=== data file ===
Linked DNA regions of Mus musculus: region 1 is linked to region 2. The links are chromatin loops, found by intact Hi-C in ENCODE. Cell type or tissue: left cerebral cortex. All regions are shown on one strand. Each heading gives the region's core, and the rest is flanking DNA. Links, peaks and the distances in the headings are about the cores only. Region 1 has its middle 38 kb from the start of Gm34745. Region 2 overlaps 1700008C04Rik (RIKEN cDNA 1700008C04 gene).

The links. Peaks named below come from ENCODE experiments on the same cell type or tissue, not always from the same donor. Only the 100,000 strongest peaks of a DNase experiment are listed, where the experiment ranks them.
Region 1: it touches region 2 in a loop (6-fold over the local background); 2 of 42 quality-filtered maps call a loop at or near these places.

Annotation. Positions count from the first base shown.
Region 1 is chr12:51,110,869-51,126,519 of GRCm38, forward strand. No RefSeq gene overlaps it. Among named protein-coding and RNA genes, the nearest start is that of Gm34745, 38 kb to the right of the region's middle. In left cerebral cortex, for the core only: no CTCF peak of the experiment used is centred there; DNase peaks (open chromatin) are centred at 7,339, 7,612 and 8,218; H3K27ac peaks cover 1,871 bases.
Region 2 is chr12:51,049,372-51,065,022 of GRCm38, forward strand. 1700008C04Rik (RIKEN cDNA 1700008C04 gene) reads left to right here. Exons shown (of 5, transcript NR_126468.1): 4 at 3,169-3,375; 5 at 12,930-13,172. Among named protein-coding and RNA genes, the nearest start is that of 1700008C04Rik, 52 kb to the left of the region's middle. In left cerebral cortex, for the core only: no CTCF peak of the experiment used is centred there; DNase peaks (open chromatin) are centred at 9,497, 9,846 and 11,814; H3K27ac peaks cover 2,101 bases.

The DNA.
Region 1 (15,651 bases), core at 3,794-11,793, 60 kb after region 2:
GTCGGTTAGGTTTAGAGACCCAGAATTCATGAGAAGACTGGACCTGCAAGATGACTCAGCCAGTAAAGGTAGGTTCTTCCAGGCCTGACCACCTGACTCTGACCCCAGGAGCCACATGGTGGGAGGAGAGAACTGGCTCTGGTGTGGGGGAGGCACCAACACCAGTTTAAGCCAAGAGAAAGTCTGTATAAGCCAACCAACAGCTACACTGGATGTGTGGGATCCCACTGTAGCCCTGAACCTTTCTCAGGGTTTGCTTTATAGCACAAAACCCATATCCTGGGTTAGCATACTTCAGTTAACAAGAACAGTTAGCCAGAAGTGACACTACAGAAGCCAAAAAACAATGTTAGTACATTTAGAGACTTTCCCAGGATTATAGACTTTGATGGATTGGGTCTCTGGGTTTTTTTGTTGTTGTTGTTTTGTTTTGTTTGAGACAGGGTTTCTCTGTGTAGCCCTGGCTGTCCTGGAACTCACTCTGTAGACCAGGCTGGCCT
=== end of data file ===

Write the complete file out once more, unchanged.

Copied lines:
Linked DNA regions of Mus musculus: region 1 is linked to region 2. The links are chromatin loops, found by intact Hi-C in ENCODE. Cell type or tissue: left cerebral cortex. All regions are shown on one strand. Each heading gives the region's core, and the rest is flanking DNA. Links, peaks and the distances in the headings are about the cores only. Region 1 has its middle 38 kb from the start of Gm34745. Region 2 overlaps 1700008C04Rik (RIKEN cDNA 1700008C04 gene).

The links. Peaks named below come from ENCODE experiments on the same cell type or tissue, not always from the same donor. Only the 100,000 strongest peaks of a DNase experiment are listed, where the experiment ranks them.
Region 1: it touches region 2 in a loop (6-fold over the local background); 2 of 42 quality-filtered maps call a loop at or near these places.

Annotation. Positions count from the first base shown.
Region 1 is chr12:51,110,869-51,126,519 of GRCm38, forward strand. No RefSeq gene overlaps it. Among named protein-coding and RNA genes, the nearest start is that of Gm34745, 38 kb to the right of the region's middle. In left cerebral cortex, for the core only: no CTCF peak of the experiment used is centred there; DNase peaks (open chromatin) are centred at 7,339, 7,612 and 8,218; H3K27ac peaks cover 1,871 bases.
Region 2 is chr12:51,049,372-51,065,022 of GRCm38, forward strand. 1700008C04Rik (RIKEN cDNA 1700008C04 gene) reads left to right here. Exons shown (of 5, transcript NR_126468.1): 4 at 3,169-3,375; 5 at 12,930-13,172. Among named protein-coding and RNA genes, the nearest start is that of 1700008C04Rik, 52 kb to the left of the region's middle. In left cerebral cortex, for the core only: no CTCF peak of the experiment used is centred there; DNase peaks (open chromatin) are centred at 9,497, 9,846 and 11,814; H3K27ac peaks cover 2,101 bases.

The DNA.
Region 1 (15,651 bases), core at 3,794-11,793, 60 kb after region 2:
GTCGGTTAGGTTTAGAGACCCAGAATTCATGAGAAGACTGGACCTGCAAGATGACTCAGCCAGTAAAGGTAGGTTCTTCCAGGCCTGACCACCTGACTCTGACCCCAGGAGCCACATGGTGGGAGGAGAGAACTGGCTCTGGTGTGGGGGAGGCACCAACACCAGTTTAAGCCAAGAGAAAGTCTGTATAAGCCAACCAACAGCTACACTGGATGTGTGGGATCCCACTGTAGCCCTGAACCTTTCTCAGGGTTTGCTTTATAGCACAAAACCCATATCCTGGGTTAGCATACTTCAGTTAACAAGAACAGTTAGCCAGAAGTGACACTACAGAAGCCAAAAAACAATGTTAGTACATTTAGAGACTTTCCCAGGATTATAGACTTTGATGGATTGGGTCTCTGGGTTTTTTTGTTGTTGTTGTTTTGTTTTGTTTGAGACAGGGTTTCTCTGTGTAGCCCTGGCTGTCCTGGAACTCACTCTGTAGACCAGGCTGGCCT